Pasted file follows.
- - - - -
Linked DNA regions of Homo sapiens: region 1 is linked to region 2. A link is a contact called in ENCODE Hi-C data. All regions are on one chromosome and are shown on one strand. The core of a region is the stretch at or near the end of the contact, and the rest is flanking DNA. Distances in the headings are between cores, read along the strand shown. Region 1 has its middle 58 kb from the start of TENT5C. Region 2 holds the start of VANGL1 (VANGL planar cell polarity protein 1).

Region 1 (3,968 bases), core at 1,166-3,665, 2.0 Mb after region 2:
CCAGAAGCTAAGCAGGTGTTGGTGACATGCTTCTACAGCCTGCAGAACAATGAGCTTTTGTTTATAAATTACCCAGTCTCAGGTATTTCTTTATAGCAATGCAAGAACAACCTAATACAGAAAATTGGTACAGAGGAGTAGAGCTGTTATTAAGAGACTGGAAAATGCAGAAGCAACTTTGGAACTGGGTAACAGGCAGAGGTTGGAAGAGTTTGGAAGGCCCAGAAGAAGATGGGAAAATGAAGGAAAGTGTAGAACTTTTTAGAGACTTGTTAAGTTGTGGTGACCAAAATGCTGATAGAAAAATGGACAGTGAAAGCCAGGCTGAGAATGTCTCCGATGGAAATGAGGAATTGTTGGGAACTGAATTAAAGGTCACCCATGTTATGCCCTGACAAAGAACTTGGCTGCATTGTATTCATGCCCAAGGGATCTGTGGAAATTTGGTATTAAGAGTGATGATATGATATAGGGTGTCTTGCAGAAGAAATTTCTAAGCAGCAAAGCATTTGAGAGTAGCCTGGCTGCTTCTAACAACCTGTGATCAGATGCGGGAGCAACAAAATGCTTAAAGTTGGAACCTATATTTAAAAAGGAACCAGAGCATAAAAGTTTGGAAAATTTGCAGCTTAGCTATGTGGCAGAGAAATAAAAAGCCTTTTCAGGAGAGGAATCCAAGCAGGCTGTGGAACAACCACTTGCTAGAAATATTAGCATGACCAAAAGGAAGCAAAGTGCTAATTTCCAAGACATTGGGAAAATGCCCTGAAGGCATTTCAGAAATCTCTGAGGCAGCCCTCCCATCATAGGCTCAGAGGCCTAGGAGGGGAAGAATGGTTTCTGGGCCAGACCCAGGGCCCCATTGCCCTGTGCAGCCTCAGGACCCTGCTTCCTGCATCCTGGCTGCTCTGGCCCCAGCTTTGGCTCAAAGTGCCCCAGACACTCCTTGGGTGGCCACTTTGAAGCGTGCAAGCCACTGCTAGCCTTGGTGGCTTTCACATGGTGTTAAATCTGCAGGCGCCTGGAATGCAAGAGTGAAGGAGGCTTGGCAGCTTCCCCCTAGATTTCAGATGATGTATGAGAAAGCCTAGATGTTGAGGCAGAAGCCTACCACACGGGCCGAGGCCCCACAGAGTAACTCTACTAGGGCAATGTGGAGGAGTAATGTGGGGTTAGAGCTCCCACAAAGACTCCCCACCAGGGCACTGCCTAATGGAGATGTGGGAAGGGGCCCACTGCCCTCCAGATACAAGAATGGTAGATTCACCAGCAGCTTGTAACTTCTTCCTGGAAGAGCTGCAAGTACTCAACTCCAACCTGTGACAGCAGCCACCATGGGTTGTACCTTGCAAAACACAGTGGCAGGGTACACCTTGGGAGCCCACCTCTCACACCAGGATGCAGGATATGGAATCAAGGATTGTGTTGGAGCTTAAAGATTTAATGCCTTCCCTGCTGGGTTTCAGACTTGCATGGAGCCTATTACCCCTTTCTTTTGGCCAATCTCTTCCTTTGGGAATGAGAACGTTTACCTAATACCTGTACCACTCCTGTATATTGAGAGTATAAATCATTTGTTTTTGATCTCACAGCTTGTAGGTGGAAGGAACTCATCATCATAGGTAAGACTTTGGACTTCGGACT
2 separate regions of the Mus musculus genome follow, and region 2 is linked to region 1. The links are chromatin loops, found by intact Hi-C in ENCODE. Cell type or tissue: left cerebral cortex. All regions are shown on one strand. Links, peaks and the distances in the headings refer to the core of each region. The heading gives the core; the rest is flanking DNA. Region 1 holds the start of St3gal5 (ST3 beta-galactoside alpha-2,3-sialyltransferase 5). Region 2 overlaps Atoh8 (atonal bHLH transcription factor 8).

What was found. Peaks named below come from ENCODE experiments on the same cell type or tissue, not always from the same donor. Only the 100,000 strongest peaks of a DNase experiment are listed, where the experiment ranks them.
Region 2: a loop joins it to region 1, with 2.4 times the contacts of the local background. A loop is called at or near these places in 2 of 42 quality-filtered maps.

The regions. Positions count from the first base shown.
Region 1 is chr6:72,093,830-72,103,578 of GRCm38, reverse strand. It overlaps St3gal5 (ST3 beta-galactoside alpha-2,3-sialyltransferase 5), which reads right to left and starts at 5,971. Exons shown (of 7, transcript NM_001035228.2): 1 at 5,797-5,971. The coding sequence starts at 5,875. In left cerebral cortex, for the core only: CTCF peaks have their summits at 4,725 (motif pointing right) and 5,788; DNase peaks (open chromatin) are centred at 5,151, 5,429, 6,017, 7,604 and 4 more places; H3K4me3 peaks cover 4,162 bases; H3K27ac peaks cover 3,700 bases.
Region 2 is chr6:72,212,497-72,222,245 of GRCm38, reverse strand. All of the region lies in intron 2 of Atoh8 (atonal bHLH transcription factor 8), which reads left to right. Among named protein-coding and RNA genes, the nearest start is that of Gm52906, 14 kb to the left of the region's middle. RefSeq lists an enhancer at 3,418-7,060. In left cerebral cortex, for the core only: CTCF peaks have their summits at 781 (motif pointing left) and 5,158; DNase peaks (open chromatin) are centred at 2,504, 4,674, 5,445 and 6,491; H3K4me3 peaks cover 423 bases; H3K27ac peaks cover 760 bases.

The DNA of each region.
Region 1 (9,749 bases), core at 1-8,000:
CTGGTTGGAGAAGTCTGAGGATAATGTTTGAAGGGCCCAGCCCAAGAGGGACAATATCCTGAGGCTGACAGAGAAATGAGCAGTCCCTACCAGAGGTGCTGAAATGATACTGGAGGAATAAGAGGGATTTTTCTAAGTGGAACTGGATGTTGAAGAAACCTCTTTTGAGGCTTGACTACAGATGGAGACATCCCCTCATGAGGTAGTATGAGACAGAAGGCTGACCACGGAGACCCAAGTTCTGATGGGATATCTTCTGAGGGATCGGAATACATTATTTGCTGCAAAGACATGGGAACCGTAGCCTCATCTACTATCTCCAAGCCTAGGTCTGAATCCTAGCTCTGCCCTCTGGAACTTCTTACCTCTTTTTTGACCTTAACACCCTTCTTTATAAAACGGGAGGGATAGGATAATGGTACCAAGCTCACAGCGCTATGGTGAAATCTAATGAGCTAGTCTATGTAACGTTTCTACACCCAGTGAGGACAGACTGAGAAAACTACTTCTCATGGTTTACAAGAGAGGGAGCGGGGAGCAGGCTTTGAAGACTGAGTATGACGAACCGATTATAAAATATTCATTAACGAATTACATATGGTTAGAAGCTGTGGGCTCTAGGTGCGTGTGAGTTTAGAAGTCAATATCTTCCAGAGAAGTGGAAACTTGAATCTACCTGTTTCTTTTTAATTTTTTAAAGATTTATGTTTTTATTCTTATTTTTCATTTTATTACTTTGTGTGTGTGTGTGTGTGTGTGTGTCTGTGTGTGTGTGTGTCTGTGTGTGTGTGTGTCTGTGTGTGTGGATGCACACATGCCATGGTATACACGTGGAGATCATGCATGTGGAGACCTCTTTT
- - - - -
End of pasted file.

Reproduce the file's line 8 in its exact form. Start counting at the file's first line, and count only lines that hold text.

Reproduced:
Region 1 is chr6:72,093,830-72,103,578 of GRCm38, reverse strand. It overlaps St3gal5 (ST3 beta-galactoside alpha-2,3-sialyltransferase 5), which reads right to left and starts at 5,971. Exons shown (of 7, transcript NM_001035228.2): 1 at 5,797-5,971. The coding sequence starts at 5,875. In left cerebral cortex, for the core only: CTCF peaks have their summits at 4,725 (motif pointing right) and 5,788; DNase peaks (open chromatin) are centred at 5,151, 5,429, 6,017, 7,604 and 4 more places; H3K4me3 peaks cover 4,162 bases; H3K27ac peaks cover 3,700 bases.